and as far as variety goes ... welll -- the more the better.  sure you grow the staples that you know your family will eat and chow down.  gotta have those.  but there are some great greens and foods out there and even varieties within types that we should be trying. and the advantage is that different types of a particular veg might be fruiting early or late, which will only extend your season.  and what is the worst that could happen?  we don't like it?  ok ... then it can go to the piggies or chooks and we save on feed costs that way.  how cool is that!

so ... here is our first variety foray ... spinach!  four kinds!

from top going clockwise: kang kong (filipino spinach), cavelo nero (just planted out),
malibar climbing spinach (a summer starter), and english spinach (just starting
as this is a winter crop)

and of course here are the other things that are going well in the garden right now ....

okra .... my family hasn't eaten them before...
time to try something new!
eggplant too ... something not that common on our
household,  no time like the present!
it is the season for beans, allums and peas.  so those are in as well.  garlic will go in over the next few weeks.  gonna try something new for planting to see if it will ensure high yields.  first broad bean planting and peas are in as well ... so we just have to wait and watch for those to come up!

things are always happening in our little veg garden .... today i went to our local news agency to get heaps of their left over newspaper as there are chooks to be moved and more beds to be created.  this is a pretty typical sight in our garden right now ....

Sunday, March 24, 2013

Practically Perfect Piggies

they have arrived ... the newest members of the JustEarth work crew!  a belated and ever so treasured birthday present from my better half!  they are Landrace / Berkshire cross.  the kids have named them ... these will be named after characters from the Chronicles of Narnia.  there is one that is a possible breeder gilt .... her name is Lucy.  the other female is Polly and the boy is Reepicheep.

the future is great for these little things as they work with us .... their first job is enjoying the grass and then using those beautiful little snouts as the God made rototillers that they are to create a beautiful foundation for our mini orchard.  they'll be true pastured pork ... and enjoying their lives and then the ultimate and beautiful gift of giving us food for our plate.
the new additions loaded and ready to come to JustEarth.  Lucy is in the
back, Reepicheep is in the middle and Polly is at the front.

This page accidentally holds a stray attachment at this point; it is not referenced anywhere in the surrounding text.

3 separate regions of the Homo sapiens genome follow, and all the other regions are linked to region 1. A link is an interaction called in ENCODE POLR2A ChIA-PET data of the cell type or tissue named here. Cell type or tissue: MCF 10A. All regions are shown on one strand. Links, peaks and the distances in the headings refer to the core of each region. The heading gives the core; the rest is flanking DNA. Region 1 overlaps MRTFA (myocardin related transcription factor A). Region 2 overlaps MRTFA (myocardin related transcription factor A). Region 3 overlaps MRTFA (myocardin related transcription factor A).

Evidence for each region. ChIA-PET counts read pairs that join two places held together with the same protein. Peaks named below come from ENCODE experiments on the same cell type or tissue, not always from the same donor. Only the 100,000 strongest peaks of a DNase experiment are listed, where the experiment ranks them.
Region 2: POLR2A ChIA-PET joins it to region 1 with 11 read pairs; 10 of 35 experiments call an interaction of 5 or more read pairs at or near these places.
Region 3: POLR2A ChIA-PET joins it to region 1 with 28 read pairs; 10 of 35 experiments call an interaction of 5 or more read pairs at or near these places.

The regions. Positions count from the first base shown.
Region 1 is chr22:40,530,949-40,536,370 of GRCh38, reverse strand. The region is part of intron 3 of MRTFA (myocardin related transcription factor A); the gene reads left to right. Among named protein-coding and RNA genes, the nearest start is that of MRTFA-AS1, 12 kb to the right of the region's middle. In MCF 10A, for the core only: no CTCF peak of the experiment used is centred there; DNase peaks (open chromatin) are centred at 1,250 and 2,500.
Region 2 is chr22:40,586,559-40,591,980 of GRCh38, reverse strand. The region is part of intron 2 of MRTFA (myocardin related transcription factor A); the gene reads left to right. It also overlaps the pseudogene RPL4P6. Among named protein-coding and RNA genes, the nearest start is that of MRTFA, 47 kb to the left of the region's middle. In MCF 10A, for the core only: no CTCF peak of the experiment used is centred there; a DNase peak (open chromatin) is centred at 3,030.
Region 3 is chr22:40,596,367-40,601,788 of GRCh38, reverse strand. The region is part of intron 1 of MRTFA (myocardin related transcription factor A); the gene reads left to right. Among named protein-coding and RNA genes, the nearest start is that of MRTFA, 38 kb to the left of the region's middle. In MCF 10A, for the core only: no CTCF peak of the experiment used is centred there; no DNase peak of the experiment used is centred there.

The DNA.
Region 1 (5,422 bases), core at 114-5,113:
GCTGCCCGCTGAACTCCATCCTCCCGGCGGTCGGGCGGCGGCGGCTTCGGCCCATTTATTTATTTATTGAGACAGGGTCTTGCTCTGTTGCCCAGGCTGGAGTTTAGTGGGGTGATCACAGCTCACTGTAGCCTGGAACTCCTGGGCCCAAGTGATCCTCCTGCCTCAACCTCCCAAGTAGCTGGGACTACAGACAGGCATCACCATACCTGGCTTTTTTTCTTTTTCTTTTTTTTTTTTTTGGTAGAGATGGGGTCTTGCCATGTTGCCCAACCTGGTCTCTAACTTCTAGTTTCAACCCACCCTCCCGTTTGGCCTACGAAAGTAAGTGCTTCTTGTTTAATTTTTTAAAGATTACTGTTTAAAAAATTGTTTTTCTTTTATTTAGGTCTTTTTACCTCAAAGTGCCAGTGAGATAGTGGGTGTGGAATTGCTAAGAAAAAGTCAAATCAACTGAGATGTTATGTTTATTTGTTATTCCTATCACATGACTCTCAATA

Getting used to their new home with a treat of watermelon.

Safety in the corner.

this is a real cuteness shot!

Left: Reepicheep.  Middle:  Lucy.  Right: Polly.

training area to get them used to  electric fencing.

yes, that's me helping Polly into her new home.  she didn't
want to get out of the crate so i did the old "hold 'em by the back
legs so they can't bite you thing."  she was fine and it
is an acknowledged method of how to control them.

pastured pork!

Lucy -- she will probably have a longer life at JustEarth as a
breeder.   great confirmation and a gentle but inquisitive nature.

Friday, March 22, 2013

Strawberry Fields Forever!

shortly after we established our "briar patch" we realized that it would be a significant learning experience for us and we would probably be recreating it because of the poor soil quality.  but that was ok ... it is all a learning process and the work that we've done in the area will only serve to improve it massively .... so it was not wasted or lost time.  so a negative .... but we will turn it into a positive!

that is of course, apart from our one unadulterated success .... the strawberries.

when we were still living in town i was given a whole bunch of strawberry suckers from a friend who herself was being overwhelmed by the "prolificness" of these little beasties.  and i set about nurturing them in styro boxes until i could fulfill my dream ...

my dream:  to have a huge bed of strawberries and asparagus (great companion plants!) that would keep our family in fresh yummy goodness and jams always.  my hope was that this little batch of strawberry suckers i had been gifted with would be the start of that.

strawberries and asparagus ...
all snuggled in!
So very quickly the plants grew and it was time to put them in!  we did a lot of work to ensure that the soil was good .... we are in such heavy clay that growing above ground is really the best thing we can do.

the idea behind this long bed was that it would have a high centre to accommodate the asparagus crowns and that strawberries would grow down each side.  and it worked well ...we were getting the odd strawberry and they were yummy.  even my husband who doesn't like strawberries because of the seeds changed his mind once he tasted one that had been freshly picked. even the first season asparagus was doing really well .... it was great.